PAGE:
Case in point: I talked with about 200 international financial executives at a conference two weeks ago. 92 percent thought a “Lehman event” could easily happen once again somewhere in the world. Because we all thought the economy had been getting better over the last few years, we took our eye off the ball when it came to shoring up the global financial system and making the necessary structural fixes. In the U.S., President Obama took up health care. A weak Dodd-Frank bill passed. In the global financial system, Basel III has gone nowhere. And so every time the markets are rattled, we stare down the financial abyss, again and again.

I’m an optimist on the euro zone; I still don’t think it will fracture. The political will to stay together is too great; the mechanisms for countries to drop out are too complex and undeveloped. The institutions that compose it will get stronger — eventually. But that will be a long time from now. Until that day, we’re likely to see a lot of economist Joseph Schumpeter’s “creative destruction” — but as applied to financial systems, rather than corporations. Much of the financial edifice of the 20th century is yet to come crumbling down. To fully rebound from this era of crisis, more of it must.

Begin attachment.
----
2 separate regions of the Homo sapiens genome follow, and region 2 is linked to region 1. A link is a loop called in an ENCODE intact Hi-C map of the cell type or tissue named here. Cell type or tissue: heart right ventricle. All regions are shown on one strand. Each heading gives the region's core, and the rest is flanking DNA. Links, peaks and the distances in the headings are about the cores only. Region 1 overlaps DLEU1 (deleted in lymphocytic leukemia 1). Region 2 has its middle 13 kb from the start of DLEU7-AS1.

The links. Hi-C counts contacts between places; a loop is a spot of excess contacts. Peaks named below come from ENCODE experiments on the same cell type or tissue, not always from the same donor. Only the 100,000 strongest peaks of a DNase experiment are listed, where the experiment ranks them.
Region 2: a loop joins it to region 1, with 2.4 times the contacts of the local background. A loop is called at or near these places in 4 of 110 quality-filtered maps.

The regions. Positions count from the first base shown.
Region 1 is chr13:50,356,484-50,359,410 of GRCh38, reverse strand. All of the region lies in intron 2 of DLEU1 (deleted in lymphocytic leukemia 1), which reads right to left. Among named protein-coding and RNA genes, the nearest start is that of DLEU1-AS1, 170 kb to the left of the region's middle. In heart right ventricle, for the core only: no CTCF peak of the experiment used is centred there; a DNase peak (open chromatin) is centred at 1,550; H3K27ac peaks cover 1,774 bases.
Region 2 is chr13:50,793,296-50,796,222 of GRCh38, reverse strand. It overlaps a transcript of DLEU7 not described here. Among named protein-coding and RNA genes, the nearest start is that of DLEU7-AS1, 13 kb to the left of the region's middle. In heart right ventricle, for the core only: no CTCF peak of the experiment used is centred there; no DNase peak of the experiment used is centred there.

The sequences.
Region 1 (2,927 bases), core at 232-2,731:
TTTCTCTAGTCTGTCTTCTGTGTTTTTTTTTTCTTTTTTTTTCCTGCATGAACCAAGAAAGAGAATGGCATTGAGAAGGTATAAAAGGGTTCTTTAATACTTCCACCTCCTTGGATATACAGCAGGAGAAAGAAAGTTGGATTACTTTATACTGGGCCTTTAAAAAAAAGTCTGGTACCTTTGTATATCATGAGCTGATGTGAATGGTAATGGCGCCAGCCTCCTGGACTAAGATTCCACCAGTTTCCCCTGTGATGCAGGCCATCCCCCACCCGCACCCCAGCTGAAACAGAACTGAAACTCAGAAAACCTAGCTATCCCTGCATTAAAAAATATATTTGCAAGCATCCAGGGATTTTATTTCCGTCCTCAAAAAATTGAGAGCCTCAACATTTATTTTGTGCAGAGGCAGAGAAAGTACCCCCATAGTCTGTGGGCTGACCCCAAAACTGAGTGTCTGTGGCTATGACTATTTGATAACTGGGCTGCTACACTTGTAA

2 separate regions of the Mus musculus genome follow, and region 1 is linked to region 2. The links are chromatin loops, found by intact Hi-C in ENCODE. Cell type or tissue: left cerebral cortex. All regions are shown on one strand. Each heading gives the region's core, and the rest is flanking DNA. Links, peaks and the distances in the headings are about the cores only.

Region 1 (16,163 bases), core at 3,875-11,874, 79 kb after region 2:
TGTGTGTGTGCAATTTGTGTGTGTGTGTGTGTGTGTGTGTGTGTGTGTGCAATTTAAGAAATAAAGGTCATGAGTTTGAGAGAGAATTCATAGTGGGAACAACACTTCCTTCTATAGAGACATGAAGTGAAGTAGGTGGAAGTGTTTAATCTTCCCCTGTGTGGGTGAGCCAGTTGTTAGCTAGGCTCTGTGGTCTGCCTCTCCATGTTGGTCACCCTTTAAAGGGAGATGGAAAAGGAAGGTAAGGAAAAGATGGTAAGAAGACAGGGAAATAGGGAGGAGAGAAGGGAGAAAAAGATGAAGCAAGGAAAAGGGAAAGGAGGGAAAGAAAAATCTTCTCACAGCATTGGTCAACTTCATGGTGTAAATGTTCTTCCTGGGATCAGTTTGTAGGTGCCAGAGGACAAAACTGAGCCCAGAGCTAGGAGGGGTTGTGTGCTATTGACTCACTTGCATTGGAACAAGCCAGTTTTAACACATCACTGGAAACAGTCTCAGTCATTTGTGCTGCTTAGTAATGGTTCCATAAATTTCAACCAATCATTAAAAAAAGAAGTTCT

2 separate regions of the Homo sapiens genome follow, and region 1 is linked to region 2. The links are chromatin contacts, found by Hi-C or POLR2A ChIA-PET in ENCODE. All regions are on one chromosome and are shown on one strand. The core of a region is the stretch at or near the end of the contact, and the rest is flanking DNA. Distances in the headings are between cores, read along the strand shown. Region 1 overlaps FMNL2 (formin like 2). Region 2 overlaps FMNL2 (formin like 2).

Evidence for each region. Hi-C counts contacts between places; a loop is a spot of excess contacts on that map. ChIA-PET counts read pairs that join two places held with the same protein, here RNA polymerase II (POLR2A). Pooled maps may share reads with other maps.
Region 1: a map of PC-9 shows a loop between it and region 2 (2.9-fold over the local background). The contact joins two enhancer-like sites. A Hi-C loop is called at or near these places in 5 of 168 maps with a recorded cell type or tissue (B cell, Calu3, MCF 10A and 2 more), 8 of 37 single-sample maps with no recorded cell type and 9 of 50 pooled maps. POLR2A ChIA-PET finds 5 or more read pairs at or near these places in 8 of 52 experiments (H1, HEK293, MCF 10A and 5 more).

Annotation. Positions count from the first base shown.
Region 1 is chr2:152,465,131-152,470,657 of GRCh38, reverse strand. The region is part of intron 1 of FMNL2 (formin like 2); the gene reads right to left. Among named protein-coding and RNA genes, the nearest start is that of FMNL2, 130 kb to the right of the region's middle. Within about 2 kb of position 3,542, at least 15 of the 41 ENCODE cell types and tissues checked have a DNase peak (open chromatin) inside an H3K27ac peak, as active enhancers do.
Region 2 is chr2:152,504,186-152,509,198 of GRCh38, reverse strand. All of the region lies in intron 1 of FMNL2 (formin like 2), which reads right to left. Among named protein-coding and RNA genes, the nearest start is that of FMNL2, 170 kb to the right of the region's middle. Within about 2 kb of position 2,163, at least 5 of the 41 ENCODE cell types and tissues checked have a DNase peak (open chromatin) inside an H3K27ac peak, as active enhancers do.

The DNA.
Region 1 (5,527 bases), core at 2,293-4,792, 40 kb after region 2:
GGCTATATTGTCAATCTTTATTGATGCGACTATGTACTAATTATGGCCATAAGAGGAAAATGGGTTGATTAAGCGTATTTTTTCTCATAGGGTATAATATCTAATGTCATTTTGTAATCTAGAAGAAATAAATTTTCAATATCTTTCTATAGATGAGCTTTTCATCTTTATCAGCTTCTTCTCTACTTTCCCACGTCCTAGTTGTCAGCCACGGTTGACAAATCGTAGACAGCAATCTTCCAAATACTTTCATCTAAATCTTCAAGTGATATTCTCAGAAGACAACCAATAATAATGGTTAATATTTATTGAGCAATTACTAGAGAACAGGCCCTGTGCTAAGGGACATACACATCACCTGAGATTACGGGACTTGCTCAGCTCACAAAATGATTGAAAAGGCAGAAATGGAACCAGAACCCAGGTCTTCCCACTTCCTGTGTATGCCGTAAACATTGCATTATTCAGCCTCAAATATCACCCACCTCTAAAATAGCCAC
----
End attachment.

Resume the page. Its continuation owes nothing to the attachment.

I too am optimistic and think investors are way too focused on developments in Europe, totally ignoring what's going on in the rest of the world. Investors should take the time to go through Leon Cooperman's presentation on the risks to equity market outlook. He thinks investors are "conservatively postured" and I agree.